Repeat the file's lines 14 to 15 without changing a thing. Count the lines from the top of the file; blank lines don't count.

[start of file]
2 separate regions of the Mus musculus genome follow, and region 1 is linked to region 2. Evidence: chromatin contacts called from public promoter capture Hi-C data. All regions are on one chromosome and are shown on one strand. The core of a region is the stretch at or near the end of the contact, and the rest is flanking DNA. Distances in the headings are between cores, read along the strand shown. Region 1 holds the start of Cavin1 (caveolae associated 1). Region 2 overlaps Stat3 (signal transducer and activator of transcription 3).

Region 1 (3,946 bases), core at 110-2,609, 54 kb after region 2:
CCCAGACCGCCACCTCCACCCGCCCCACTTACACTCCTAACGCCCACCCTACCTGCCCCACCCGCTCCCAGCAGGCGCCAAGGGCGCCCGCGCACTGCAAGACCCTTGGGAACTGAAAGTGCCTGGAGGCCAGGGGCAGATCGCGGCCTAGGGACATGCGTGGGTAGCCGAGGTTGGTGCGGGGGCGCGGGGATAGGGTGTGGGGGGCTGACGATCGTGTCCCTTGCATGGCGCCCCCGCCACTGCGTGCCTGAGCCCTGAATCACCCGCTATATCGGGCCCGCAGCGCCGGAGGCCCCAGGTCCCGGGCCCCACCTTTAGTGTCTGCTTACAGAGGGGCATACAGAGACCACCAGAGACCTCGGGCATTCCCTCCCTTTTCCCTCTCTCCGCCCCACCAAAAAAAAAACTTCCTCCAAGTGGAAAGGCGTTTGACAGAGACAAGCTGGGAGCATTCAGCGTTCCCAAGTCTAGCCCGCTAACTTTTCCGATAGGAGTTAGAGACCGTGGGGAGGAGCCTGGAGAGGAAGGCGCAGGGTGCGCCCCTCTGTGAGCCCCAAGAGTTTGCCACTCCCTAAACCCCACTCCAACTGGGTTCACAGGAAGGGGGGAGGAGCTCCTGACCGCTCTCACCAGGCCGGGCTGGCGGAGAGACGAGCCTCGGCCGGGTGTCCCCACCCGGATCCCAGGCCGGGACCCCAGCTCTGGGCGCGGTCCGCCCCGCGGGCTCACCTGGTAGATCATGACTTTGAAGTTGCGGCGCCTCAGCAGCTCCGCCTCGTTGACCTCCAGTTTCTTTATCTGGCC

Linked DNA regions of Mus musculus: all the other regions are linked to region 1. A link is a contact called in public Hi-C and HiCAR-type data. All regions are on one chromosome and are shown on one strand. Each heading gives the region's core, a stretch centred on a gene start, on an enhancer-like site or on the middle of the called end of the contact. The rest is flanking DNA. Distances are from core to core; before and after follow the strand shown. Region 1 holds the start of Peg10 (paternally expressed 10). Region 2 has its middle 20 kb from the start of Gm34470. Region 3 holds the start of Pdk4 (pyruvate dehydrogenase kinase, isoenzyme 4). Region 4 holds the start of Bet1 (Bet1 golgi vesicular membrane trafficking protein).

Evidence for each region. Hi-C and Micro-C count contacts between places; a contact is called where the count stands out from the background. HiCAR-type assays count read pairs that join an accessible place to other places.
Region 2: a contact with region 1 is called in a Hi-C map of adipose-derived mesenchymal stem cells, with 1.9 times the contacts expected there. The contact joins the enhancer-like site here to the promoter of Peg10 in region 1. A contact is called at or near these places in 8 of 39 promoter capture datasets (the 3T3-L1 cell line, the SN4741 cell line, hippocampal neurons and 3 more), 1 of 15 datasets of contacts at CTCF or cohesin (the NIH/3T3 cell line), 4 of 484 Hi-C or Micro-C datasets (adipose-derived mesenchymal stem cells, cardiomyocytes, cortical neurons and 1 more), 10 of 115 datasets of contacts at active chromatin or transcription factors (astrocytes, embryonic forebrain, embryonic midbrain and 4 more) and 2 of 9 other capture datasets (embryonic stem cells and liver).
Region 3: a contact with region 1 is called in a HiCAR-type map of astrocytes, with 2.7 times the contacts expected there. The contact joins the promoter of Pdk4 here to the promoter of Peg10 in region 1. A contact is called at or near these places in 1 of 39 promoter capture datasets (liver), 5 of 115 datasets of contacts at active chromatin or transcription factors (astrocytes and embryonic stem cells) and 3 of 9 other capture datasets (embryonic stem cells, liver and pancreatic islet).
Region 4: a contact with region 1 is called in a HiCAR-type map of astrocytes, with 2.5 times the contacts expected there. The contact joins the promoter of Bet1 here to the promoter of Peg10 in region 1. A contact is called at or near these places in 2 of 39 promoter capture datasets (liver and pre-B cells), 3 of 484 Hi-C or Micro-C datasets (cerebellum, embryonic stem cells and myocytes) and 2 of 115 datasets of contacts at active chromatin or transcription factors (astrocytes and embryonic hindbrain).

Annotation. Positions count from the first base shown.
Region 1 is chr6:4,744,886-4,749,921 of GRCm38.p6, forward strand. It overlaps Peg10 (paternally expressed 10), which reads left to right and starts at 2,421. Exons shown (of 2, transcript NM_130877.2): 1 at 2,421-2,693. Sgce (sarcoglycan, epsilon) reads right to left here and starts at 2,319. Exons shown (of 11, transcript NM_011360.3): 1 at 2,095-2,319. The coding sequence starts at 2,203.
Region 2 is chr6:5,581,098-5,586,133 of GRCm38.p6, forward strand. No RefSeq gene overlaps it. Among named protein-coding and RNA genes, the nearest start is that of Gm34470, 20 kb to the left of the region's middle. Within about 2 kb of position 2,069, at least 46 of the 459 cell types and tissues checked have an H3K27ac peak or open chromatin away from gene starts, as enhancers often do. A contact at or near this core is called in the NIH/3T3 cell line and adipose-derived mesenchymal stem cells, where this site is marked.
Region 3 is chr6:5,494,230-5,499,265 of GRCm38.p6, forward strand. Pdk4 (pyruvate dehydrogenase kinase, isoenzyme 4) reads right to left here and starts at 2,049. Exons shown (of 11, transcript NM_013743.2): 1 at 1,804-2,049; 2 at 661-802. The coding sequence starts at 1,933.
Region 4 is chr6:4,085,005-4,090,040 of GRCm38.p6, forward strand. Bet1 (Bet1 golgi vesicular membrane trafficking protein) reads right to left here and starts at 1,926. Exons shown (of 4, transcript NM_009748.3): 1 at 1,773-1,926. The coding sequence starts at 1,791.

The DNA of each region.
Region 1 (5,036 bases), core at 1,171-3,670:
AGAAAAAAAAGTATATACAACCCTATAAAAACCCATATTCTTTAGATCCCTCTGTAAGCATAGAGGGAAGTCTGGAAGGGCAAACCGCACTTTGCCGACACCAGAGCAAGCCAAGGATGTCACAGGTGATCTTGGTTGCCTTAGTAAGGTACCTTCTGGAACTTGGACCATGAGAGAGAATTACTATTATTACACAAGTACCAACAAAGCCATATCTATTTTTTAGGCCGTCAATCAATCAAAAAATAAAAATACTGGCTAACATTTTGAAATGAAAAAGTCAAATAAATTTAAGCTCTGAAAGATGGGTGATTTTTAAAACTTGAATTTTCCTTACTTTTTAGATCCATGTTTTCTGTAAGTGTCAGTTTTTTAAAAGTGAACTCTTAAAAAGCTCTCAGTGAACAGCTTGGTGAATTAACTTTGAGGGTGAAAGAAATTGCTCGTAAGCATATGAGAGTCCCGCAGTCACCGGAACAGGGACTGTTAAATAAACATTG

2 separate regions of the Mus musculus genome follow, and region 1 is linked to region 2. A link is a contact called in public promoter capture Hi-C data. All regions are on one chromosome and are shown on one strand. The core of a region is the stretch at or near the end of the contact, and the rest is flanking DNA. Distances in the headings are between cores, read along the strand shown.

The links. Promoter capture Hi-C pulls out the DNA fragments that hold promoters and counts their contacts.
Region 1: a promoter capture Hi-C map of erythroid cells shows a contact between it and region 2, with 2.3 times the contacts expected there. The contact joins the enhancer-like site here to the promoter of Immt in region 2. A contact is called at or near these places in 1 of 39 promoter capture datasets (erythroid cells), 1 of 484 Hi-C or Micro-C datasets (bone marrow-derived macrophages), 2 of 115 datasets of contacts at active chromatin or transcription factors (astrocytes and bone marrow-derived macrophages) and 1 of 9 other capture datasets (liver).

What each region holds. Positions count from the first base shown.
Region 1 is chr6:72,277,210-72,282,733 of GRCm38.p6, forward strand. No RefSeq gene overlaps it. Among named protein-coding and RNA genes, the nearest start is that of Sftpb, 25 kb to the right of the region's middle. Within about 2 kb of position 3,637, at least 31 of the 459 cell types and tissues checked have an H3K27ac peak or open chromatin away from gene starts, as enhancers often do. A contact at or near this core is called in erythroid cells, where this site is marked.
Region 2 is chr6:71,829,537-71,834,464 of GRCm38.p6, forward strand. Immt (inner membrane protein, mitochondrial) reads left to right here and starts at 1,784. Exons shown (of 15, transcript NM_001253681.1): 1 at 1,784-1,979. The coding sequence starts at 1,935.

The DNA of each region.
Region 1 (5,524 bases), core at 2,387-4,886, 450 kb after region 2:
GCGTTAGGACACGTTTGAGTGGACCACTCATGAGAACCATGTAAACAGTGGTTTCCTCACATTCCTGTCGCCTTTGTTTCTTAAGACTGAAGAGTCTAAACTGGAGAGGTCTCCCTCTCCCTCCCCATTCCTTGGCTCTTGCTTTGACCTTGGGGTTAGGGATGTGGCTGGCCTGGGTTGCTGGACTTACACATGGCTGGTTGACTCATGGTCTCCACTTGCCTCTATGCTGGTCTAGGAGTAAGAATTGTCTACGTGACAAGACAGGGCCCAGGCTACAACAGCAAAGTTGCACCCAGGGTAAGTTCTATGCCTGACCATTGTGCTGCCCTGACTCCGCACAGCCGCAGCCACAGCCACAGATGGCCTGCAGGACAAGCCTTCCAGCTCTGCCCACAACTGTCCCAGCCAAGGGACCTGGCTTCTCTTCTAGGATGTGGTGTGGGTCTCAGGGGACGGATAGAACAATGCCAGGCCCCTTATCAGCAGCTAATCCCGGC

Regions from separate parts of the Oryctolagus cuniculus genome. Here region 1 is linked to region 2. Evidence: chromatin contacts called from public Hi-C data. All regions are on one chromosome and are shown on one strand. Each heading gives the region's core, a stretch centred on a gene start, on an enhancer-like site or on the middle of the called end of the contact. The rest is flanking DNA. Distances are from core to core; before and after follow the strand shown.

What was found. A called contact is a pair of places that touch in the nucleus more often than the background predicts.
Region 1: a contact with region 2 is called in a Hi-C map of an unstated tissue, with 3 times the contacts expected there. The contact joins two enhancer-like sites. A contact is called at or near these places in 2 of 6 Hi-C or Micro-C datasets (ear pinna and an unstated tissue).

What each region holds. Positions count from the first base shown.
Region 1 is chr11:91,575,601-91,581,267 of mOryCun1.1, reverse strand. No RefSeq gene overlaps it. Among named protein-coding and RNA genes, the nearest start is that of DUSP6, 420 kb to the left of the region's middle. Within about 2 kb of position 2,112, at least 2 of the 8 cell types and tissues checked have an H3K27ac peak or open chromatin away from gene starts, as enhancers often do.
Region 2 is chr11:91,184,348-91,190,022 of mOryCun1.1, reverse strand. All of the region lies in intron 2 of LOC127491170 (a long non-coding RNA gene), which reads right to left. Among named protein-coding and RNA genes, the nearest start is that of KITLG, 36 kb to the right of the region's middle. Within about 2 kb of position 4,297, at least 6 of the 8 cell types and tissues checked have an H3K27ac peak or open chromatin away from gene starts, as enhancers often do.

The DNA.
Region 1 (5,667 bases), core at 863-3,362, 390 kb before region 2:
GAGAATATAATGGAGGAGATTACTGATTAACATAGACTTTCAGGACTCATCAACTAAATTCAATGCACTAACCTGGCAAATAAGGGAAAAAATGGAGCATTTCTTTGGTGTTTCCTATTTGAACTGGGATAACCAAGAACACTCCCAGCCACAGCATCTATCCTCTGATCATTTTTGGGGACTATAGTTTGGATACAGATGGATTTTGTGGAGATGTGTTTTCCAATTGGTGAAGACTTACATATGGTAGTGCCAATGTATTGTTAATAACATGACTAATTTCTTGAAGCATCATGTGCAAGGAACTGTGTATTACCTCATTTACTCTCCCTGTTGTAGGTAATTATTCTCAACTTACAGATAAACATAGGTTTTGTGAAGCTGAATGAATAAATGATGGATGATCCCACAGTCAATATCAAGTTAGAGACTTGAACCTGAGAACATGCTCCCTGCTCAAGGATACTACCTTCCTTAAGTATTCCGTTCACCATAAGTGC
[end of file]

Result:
The DNA of each region.
Region 1 (5,036 bases), core at 1,171-3,670: